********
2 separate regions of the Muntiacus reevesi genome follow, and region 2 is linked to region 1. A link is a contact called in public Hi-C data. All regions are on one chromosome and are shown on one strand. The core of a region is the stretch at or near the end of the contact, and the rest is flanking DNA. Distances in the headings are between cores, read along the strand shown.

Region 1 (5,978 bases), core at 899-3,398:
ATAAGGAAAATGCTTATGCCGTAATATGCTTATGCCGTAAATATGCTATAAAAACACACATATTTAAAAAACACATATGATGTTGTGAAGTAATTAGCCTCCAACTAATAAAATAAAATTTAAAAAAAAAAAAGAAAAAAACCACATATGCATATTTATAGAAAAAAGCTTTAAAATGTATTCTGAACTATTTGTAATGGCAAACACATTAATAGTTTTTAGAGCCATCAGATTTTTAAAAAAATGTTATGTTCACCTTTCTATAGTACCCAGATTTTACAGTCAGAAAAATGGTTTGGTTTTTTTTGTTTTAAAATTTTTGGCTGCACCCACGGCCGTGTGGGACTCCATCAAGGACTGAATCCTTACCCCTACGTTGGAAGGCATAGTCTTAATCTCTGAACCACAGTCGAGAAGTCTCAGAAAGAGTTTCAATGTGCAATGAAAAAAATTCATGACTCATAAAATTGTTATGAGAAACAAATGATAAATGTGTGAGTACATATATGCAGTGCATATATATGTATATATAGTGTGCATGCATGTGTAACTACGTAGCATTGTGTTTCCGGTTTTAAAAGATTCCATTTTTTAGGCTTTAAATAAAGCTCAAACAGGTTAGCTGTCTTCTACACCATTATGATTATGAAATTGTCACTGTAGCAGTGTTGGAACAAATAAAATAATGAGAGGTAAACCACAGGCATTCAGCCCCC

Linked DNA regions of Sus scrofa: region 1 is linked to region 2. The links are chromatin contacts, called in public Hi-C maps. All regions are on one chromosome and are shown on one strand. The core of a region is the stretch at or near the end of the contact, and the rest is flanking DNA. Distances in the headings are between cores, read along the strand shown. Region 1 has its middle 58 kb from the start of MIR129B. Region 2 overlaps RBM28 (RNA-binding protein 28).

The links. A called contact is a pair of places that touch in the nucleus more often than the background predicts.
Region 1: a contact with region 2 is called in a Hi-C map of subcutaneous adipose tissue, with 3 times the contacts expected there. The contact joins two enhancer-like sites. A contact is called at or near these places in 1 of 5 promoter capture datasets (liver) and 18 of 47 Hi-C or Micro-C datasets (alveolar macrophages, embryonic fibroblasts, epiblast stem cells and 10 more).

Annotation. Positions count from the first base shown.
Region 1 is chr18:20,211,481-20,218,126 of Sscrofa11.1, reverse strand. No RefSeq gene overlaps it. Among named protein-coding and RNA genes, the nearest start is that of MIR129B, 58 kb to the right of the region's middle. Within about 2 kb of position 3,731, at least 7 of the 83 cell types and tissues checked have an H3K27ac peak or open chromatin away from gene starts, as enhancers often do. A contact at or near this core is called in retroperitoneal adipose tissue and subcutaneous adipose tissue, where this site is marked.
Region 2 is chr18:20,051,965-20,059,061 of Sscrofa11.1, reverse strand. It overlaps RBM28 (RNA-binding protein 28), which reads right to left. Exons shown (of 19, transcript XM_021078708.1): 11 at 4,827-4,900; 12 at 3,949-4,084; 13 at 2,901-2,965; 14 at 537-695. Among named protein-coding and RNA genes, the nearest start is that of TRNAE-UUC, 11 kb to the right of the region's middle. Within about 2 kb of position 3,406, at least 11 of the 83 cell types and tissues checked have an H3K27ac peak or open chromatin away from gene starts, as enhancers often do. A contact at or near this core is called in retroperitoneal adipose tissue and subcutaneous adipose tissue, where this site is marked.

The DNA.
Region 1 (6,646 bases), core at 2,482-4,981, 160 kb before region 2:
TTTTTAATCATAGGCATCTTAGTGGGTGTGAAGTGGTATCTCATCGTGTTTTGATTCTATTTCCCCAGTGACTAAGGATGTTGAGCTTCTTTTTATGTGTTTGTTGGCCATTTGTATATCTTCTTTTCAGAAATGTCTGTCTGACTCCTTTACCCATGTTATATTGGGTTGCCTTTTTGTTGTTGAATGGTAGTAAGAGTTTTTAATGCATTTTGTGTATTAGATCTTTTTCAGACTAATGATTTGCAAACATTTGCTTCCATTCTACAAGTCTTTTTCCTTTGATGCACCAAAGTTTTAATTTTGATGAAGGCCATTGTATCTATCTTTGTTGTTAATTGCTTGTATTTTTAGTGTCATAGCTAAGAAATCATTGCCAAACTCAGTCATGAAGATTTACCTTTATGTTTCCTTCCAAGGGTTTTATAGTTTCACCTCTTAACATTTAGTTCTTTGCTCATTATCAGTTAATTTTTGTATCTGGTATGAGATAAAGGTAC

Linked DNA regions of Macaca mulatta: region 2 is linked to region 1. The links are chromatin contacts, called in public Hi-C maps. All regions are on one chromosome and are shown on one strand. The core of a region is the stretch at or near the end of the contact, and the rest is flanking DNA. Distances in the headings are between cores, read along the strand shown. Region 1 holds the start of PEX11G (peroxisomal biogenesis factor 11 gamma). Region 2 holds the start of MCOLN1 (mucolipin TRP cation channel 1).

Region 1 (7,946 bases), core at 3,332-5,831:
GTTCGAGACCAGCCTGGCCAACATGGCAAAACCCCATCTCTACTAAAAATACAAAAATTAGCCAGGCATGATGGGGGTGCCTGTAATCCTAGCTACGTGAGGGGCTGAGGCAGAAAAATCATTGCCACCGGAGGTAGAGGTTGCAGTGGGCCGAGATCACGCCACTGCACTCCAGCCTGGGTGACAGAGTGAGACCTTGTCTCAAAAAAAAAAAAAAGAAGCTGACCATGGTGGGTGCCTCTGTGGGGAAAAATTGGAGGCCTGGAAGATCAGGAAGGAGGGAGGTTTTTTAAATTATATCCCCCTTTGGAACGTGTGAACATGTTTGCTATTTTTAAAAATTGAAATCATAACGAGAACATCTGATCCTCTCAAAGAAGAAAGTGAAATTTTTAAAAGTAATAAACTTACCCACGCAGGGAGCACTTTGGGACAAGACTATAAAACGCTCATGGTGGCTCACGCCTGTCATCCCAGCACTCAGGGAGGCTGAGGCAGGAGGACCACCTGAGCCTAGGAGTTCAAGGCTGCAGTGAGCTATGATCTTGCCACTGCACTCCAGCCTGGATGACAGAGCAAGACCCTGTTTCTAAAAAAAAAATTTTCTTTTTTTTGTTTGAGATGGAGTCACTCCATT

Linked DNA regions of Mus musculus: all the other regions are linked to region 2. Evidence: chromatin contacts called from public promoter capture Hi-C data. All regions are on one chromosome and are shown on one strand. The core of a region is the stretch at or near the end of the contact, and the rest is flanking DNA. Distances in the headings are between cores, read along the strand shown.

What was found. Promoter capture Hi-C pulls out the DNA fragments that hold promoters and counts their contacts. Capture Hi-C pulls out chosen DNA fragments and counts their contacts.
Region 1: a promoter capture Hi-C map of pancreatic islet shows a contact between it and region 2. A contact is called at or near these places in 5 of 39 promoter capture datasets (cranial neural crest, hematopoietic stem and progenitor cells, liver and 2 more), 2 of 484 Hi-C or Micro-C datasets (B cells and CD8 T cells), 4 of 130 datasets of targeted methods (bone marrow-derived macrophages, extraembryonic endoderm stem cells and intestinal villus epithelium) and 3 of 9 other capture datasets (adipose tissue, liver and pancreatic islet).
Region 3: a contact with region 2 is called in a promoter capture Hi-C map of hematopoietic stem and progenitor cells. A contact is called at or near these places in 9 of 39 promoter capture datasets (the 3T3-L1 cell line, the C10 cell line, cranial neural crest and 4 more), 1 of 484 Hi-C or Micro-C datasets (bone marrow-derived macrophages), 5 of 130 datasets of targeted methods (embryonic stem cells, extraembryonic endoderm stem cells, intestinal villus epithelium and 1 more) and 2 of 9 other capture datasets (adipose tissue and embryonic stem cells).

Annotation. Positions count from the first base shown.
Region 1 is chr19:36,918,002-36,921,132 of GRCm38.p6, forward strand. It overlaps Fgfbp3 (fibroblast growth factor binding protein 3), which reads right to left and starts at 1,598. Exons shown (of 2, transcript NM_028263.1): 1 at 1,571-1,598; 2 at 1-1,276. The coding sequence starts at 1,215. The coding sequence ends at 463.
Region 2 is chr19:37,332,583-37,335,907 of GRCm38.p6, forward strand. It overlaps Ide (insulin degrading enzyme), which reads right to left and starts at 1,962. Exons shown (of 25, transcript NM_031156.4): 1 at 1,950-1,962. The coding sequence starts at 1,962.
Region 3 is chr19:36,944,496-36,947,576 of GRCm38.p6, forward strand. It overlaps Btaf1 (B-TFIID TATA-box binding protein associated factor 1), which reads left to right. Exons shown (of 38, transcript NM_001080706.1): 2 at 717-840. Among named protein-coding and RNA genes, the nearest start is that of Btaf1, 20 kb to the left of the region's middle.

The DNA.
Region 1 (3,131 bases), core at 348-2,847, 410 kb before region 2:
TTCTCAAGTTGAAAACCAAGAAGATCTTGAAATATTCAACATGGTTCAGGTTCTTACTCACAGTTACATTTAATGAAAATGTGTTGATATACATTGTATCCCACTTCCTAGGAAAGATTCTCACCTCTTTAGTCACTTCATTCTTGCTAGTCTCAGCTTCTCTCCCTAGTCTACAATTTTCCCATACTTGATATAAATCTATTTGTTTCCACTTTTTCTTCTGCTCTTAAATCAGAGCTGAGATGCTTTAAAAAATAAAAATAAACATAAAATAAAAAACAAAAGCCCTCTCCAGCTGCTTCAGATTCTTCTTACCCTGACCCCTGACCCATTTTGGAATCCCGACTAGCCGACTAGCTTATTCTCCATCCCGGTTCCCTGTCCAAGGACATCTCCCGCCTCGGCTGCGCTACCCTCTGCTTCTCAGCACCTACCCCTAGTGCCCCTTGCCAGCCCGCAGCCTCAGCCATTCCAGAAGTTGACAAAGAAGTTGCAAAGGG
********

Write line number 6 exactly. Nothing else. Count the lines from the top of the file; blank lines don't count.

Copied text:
Region 1: a contact with region 2 is called in a Hi-C map of subcutaneous adipose tissue, with 3 times the contacts expected there. The contact joins two enhancer-like sites. A contact is called at or near these places in 1 of 5 promoter capture datasets (liver) and 18 of 47 Hi-C or Micro-C datasets (alveolar macrophages, embryonic fibroblasts, epiblast stem cells and 10 more).